As most school kids learn in elementary science class, dark objects tend to absorb the sun’s rays and heat up faster than light objects, which reflect more of the sun’s energy. Green building contractors know this concept well and have designed many “cool roofs” with white materials to moderate temperatures during the summer months. But do they know exactly how much they are saving in terms of energy costs?
A research team at the U.S. Department of Energy’s Princeton Plasma Physics Laboratory (PPPL) in Princeton, N.J., set out to answer this question earlier this year, using their own buildings as guinea pigs. According to early results from the study, the thickness of a cool roof may have as much of an influence on energy savings and thermal performance as surface reflectivity.
From March through September, Keith Rule, a senior project engineer at PPPL’s Environment, Safety, Health & Security Department, worked with a team of high-school interns to set up both black- and white-colored roofs atop PPPL’s flat administration buildings, using materials of varying thickness for each color. The team then installed an array of five weather stations at strategic spots on top of and underneath the roof. These stations employed 25 weather sensors to record the roofs’ thermal performance during the many weather extremes of the typical New Jersey summer and winter.
After about half a year—plus a few 85-mph gusts during Superstorm Sandy in late October—the weather stations survived the wind, rain and blazing sun to provide a wealth of data for the research team. As expected, white side stayed much cooler than the black side. When the thermometer hit the 90s in late August, for instance, the black roofs at heated up to between 130 and 170 degrees F, which was, literally, “hot enough to fry an egg,” PPPL noted. On the white side, the roofs stayed about as warm as the air, ranging from 90 to 100 degrees F.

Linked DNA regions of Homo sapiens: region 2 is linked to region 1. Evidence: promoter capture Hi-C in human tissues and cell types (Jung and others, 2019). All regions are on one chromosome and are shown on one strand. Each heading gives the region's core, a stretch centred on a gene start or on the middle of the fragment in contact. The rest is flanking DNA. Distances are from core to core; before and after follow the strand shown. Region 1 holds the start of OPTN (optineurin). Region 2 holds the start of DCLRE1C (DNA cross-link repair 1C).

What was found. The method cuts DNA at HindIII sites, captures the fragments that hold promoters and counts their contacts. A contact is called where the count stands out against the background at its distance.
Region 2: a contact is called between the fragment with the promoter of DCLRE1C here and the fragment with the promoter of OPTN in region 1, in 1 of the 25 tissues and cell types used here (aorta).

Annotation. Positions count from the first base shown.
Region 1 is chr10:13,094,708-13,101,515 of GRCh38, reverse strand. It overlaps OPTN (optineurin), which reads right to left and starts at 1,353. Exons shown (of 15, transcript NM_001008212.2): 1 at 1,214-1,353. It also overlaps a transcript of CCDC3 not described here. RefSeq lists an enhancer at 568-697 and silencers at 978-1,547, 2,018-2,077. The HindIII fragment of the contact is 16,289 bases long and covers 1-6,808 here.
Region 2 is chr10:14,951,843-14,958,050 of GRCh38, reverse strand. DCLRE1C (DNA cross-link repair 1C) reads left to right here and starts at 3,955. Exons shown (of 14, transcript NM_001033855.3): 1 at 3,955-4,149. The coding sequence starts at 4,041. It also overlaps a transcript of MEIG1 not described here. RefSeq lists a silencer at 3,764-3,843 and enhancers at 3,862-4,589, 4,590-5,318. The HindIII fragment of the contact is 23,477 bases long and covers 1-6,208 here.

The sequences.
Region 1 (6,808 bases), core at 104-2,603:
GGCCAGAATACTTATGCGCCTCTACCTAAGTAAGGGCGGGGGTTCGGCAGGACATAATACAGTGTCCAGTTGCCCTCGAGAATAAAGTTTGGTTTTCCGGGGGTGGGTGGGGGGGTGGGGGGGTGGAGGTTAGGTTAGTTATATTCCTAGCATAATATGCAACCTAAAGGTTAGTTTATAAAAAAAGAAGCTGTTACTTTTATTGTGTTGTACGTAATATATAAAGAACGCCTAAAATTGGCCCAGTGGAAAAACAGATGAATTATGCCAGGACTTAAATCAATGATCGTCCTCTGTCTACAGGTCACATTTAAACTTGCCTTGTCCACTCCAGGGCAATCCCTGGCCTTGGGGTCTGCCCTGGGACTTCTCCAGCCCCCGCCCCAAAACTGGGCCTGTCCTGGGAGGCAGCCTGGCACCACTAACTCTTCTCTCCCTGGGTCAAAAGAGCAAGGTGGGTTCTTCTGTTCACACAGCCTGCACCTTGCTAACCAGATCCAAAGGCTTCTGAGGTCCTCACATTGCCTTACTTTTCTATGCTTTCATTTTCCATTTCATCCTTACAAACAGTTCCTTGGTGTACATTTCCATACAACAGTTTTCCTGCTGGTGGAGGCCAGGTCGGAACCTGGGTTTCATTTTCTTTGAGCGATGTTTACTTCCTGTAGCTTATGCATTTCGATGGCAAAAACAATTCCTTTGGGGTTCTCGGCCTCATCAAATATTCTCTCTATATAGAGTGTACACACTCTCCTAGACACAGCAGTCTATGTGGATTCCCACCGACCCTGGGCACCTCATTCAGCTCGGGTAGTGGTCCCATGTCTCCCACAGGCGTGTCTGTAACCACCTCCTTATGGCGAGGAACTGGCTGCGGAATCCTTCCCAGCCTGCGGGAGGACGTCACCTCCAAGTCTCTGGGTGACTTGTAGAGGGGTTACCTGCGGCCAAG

The surprise, however, came when the team examined the “R-value,” or thermal resistance of the underlying roofing material. According to early data, the thicker the roofing material was, the less of an effect reflectivity had on temperature changes. This moderation in temperature extremes with the thicker insulation, the team said, appears to have the same effect in hot and cold weather.
PPPL’s cool roofs project is expected to end in January 2013. As the experiment continues into the winter months, the PPPL team will find out how the presence of snow, ice and freezing temperatures will affect the black and white roof sections. Because using thicker materials and adding more insulation costs more money than merely painting a roof white, the results could have a significant impact on how cool roofs are designed, as well as when and where they should be applied to green buildings.
Princeton University engineering professor Elie Bou-Zeid, the lead researcher on project, said this experiment may become one of the more comprehensive studies on cool roof concept, partly because it takes roof thickness into account and partly because of the enormous amount of data being collected. Every 15 minutes, the weather stations send measurements on temperature and heat absorption to Bou-Zeid and other researchers. This data is then compared with the real-time information on the electricity and fuel usage for the building’s HVAC system, he said, which will help researchers come up with a more accurate measure of year-round performance and energy costs.